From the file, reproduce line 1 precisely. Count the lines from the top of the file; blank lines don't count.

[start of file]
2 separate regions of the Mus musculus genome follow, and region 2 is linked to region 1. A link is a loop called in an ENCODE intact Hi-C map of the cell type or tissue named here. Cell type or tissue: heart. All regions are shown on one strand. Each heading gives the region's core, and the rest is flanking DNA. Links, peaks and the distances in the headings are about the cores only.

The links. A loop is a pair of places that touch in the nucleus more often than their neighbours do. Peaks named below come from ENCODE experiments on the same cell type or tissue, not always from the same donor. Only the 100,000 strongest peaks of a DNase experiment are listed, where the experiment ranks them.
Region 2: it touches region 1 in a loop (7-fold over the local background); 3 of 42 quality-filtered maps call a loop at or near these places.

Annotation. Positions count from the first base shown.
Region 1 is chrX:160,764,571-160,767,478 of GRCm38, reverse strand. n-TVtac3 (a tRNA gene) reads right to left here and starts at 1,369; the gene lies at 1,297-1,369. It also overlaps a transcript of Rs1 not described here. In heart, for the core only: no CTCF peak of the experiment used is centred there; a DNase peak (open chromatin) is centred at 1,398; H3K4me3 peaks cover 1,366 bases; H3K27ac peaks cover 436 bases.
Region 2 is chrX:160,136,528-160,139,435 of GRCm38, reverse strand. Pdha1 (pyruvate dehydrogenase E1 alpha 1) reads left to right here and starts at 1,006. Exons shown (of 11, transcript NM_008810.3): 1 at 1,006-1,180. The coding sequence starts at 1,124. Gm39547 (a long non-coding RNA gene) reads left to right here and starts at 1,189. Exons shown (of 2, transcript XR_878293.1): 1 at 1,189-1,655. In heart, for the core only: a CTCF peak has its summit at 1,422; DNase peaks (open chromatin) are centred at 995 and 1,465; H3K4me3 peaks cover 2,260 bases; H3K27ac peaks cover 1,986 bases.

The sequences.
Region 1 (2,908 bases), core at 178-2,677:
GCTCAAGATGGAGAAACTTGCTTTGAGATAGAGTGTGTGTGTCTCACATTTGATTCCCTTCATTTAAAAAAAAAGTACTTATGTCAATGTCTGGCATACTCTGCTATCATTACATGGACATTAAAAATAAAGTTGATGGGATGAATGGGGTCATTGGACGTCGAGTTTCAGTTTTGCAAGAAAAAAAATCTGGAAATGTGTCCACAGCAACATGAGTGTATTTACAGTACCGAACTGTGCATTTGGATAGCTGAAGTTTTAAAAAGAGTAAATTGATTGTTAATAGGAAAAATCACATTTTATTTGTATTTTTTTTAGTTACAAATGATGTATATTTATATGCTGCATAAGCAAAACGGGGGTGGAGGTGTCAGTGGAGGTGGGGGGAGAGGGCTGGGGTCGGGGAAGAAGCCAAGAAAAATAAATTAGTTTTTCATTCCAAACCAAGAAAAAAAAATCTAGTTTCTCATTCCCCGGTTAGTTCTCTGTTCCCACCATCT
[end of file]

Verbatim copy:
2 separate regions of the Mus musculus genome follow, and region 2 is linked to region 1. A link is a loop called in an ENCODE intact Hi-C map of the cell type or tissue named here. Cell type or tissue: heart. All regions are shown on one strand. Each heading gives the region's core, and the rest is flanking DNA. Links, peaks and the distances in the headings are about the cores only.